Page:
Some of us are fortunate to have made good relationship choices. As a result, we find ourselves with a fairly amenable well-adjusted partner, with whom life is fairly comfortable. Others of us, for whatever reason, may have found ourselves drawn to a stubborn individual who just likes to do things his or her way. All things being equal, although there may be some underlying good qualities which we see, we, nonetheless, recognize that our partner has some serious control issues. A control freak tends to bully his or her way through a relationship. While this article is not meant to dissect the psychology of such a person, it does acknowledge underlying issues like insecurity and fear which feed the behavior of controllers.
Now I know this may be a volatile topic in some quarters because behavior which is overtly controlling can border on abuse or may be outright abusive and even dangerous. If an individual feels physically or psychologically threatened, is physically hurt or is unable to function normally as a result of spousal control, then this is a serious red flag which indicates a need for intervention. In no way should we tolerate or trivialize such behaviour.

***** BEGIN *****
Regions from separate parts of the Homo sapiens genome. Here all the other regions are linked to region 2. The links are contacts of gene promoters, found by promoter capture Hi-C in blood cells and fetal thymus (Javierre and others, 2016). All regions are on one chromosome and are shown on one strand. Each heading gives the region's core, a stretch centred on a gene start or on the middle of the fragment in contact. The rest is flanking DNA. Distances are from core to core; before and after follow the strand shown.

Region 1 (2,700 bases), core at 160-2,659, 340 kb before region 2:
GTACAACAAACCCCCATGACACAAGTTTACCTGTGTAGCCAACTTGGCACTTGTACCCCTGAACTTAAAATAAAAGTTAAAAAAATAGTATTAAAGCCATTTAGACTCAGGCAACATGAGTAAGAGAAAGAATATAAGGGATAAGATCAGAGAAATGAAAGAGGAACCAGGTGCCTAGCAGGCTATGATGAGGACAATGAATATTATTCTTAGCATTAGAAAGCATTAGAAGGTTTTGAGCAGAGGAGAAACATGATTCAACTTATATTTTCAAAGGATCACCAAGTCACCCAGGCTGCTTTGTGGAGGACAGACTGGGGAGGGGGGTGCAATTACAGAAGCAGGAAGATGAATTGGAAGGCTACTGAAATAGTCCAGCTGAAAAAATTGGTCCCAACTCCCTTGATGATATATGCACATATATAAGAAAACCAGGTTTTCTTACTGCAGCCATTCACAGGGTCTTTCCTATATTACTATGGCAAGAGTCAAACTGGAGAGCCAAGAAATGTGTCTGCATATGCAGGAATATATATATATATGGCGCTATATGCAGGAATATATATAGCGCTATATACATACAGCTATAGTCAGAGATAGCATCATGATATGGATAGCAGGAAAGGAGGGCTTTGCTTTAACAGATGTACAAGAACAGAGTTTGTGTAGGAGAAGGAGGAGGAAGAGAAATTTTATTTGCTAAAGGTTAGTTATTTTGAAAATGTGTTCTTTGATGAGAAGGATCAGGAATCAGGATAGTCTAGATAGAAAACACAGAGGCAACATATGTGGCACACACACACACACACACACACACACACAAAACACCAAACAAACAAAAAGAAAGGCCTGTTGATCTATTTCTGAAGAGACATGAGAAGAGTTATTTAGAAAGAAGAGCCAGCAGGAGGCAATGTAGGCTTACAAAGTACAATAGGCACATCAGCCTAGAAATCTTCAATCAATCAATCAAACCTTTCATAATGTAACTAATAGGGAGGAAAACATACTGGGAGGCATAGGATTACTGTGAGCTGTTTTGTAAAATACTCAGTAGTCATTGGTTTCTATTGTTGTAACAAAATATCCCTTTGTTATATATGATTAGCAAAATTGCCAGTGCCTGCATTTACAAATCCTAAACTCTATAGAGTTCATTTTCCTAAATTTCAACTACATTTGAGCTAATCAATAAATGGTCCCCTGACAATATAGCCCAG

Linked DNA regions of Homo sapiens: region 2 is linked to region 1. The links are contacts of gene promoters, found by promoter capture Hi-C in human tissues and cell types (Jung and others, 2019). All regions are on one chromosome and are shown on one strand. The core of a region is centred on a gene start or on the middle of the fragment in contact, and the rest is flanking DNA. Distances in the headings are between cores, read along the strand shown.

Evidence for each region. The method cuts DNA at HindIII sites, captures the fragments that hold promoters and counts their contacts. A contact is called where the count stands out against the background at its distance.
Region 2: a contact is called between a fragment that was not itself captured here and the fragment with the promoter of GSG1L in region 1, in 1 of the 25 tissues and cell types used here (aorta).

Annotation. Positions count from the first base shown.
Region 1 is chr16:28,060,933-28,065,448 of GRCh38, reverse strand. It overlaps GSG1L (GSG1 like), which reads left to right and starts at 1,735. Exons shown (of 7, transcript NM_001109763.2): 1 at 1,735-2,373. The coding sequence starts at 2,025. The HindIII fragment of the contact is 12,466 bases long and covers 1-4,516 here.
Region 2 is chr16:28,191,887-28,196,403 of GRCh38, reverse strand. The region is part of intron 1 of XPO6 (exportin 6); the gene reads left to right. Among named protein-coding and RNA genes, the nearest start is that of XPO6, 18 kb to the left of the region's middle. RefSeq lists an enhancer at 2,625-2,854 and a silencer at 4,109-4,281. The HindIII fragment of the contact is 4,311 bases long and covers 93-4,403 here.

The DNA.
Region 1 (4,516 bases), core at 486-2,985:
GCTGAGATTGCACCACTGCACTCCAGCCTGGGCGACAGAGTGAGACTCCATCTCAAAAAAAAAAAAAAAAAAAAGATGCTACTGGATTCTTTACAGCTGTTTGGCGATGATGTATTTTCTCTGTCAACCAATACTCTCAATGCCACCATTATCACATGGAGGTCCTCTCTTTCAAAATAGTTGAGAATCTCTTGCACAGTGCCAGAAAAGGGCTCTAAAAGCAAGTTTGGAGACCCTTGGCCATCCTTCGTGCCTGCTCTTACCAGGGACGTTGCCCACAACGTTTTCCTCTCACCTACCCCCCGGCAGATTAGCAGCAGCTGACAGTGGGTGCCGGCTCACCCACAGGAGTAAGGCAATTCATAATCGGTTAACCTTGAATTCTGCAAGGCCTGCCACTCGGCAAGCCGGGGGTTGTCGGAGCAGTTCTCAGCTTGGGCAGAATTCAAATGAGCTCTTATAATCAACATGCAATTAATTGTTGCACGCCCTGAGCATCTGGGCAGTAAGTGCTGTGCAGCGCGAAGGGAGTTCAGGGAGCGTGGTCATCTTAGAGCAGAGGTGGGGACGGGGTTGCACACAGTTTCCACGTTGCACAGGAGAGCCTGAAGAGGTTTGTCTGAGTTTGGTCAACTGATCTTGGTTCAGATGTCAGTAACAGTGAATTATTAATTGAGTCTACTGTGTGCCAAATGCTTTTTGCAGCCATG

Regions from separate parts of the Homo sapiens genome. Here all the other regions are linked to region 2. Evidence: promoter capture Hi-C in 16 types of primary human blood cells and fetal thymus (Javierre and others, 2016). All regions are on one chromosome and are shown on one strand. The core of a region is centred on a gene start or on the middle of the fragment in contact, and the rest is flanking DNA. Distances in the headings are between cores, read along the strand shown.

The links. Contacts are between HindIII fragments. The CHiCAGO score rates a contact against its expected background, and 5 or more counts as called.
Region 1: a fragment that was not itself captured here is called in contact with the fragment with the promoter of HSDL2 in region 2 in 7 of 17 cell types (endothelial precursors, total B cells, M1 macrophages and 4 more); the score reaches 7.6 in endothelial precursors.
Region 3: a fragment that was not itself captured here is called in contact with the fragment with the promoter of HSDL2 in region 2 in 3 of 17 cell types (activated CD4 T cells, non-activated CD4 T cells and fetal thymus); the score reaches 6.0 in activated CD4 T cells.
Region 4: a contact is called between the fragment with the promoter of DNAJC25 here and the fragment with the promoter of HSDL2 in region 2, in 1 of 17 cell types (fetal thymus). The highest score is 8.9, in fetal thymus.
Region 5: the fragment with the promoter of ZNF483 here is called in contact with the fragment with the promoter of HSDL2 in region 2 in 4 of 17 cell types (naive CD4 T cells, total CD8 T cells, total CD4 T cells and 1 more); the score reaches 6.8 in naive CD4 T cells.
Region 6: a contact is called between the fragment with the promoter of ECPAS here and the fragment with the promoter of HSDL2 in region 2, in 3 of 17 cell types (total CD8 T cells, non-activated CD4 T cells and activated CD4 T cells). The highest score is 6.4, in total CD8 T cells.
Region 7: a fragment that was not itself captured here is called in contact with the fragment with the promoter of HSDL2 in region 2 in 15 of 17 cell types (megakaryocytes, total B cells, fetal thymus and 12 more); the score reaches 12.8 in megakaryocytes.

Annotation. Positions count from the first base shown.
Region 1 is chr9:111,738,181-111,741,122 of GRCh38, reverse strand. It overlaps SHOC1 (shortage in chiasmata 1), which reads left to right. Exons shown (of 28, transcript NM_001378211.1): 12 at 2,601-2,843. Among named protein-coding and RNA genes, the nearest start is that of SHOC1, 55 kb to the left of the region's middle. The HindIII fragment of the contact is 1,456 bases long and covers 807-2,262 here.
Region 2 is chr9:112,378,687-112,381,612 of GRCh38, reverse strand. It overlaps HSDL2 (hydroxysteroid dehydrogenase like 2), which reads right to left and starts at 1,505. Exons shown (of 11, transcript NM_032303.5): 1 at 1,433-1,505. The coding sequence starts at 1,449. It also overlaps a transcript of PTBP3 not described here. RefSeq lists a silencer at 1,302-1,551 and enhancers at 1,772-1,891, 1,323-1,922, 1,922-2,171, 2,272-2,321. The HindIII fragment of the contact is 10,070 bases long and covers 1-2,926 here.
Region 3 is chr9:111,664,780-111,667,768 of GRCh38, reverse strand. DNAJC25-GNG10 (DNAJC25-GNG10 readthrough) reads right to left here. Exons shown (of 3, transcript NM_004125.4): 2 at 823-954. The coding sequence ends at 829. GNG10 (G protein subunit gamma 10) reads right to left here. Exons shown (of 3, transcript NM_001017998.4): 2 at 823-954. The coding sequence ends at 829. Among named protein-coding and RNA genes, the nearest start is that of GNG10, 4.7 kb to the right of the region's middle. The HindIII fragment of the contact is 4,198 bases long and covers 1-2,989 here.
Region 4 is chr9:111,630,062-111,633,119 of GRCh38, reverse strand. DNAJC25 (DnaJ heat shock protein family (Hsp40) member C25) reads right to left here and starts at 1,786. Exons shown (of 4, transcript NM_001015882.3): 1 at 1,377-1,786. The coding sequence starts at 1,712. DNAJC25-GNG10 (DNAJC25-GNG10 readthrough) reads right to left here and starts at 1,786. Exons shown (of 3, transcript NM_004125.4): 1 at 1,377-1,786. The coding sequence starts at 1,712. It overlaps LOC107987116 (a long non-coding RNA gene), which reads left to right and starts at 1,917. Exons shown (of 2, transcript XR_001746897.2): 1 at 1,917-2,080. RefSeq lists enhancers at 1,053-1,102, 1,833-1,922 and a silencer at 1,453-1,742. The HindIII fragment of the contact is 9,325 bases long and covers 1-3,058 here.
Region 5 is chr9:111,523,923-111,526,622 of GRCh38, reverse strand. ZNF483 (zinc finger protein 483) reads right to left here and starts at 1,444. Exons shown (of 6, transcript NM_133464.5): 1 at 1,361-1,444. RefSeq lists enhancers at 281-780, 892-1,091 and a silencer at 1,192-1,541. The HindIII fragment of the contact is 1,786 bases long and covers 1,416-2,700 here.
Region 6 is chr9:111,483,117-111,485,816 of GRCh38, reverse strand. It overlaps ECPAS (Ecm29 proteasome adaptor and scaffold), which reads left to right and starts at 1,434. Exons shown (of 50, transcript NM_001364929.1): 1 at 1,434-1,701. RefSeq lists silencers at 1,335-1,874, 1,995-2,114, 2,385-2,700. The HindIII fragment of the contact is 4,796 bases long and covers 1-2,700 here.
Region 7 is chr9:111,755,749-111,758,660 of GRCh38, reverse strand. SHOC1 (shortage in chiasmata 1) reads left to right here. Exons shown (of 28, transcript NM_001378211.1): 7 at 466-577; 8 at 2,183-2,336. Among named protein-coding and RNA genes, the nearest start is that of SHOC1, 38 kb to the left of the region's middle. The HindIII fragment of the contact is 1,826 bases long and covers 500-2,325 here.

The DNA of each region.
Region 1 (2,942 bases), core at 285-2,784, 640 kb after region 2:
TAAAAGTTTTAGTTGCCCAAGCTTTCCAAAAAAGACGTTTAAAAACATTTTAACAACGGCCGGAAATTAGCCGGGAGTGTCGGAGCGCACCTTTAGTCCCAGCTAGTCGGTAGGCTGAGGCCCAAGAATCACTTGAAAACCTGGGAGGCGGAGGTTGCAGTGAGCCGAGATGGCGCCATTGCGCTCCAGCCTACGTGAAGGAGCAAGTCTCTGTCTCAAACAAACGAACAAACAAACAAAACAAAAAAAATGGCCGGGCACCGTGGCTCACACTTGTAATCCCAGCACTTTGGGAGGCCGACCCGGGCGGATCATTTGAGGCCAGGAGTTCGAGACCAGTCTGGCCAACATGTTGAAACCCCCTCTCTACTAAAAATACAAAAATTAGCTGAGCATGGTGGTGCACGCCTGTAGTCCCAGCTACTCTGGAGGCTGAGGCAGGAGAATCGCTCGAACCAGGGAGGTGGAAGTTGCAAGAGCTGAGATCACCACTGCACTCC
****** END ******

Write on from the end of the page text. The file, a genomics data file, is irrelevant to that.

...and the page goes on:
For others, the experience of control, while undesirable, may be livable. It may be seen as just a personality quirk of our spouse which we have resigned ourselves to living with. When this is the case, what are we expected to do when we witness such behavior spilling over into the bedroom? When our partner loves to control everything, how exactly does this pan out between the sheets? And how exactly does a controller behave in the sex department? Here are a few likely traits which are applicable to either male or female:
- Usually wants sex on demand
- Seeks to manipulate in the area of sexual preferences including positions, use of sex toys, and the like